Time Out Sydney

Native bush plants are making a comeback in some of Sydney’s best restaurants

Native Australian ingredients were once hot property in Sydney – restaurant Edna’s Table was huge in the '80s and '90s putting a modern Australian spin on indigenous food, and there was that scary time when wattle-seed rub was everywhere. But we've since spent years trying to avoid any association with the stuff. Now, thanks to a handful of top Sydney chefs and South Australian horticulturalists Mike and Gayle Quarmby's company Outback Pride, bush food is back. Strange sounding edibles like old man saltbush, muntries and sea parsley are appearing on menus all around town. Here's where you can have a taste:

Billy Kwong
Try
deep-fried silken tofu with caramelised organic tomatoes, warrigal greens, bunya nuts and honey-tamari sauce. 
Chef Kylie Kwong has been a huge advocate of the bush food movement. “Each plant has such a strong and individual personality," she says. "I keep wondering to myself, what on earth has taken we Australians so long to discover such natural jewels, to the point where I feel almost embarrassed about it.” At Billy Kwong, you can try a big range of native Australian produce including warrigal greens, bunya nuts, old man saltbush and muntries all cooked Chinese style. 

Rockpool
Try
sautéed warrigal greens and old man saltbush with extra virgin olive oil and lemon juice at Rockpool Bar & Grill or stir-fried with ginger, shaoxing wine, salt and a little sesame oil to finish at Spice Temple.
Neil Perry features warrigal greens and saltbush in all six restaurants (Rockpool, Rockpool Bar & Grill and Spice Temple) across Australia. “I love the slight bitterness of the greens and the pepper of the saltbush, it also has an amazing texture,” he says.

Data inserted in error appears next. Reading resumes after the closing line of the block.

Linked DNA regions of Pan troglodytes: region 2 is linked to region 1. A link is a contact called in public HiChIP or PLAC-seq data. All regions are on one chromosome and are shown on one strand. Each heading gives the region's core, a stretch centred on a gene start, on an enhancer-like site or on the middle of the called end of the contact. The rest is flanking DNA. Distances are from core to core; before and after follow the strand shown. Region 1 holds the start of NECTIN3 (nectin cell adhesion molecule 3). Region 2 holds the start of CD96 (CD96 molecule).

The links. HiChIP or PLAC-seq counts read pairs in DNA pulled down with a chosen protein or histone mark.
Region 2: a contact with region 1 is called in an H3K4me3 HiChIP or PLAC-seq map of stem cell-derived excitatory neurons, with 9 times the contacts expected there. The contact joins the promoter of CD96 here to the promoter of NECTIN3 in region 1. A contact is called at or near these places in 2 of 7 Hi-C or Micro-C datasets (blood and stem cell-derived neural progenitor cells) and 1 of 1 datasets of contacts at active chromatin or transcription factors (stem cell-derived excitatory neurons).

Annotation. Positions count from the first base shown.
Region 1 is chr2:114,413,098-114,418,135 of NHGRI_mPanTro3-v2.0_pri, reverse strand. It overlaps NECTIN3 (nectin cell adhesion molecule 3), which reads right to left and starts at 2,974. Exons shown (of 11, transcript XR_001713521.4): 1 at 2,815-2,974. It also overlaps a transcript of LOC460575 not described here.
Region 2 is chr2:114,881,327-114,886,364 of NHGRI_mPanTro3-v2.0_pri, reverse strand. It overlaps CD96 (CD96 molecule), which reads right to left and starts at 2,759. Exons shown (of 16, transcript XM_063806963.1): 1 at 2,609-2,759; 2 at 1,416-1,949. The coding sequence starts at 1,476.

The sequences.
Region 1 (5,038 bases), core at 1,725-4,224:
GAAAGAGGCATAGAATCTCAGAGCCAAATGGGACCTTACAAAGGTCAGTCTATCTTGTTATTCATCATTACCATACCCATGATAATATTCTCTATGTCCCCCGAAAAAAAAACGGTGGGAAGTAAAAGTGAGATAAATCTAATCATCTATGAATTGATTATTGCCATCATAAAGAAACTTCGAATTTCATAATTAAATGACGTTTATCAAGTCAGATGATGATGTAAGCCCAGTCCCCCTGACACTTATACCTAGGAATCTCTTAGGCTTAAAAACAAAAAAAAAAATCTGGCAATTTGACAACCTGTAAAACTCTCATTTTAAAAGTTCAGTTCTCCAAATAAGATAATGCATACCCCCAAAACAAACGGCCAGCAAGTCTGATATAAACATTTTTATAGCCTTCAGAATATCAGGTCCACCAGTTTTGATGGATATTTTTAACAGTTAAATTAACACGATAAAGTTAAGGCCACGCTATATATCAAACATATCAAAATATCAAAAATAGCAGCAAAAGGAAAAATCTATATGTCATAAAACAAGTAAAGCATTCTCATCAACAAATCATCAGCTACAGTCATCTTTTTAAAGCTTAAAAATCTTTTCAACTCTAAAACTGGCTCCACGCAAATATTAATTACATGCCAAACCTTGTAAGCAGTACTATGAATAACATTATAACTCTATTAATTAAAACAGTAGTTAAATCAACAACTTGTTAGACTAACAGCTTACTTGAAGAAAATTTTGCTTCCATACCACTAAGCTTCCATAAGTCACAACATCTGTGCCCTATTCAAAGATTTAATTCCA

Quay
Try Tiger flathead line-caught in Tasmania with salt cured wild oyster cream, black lipped abalone, ice-plant, sea-cabbage and warrigal greens. 
Chef Peter Gilmore utilises sea parsley and warrigal greens currently on his flathead dish, but is also keen on fresh muntries – a native berry he reckons “tastes like apple skin”.
Marque
Try
roast Macleay Valley rabbit with saltbush, sea parsley and sea vegetables. 
“It’s all delicious stuff,” says chef Mark Best, who also uses muntries and native pepper berries in his cooking at the moment. “Outback Pride are now providing great product in useful quantities at a workable price.”.
 
Read a full description of each of the plants and order them online on at Outback Pride.

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First published on . Updated on .

By Myffy Rigby   |  

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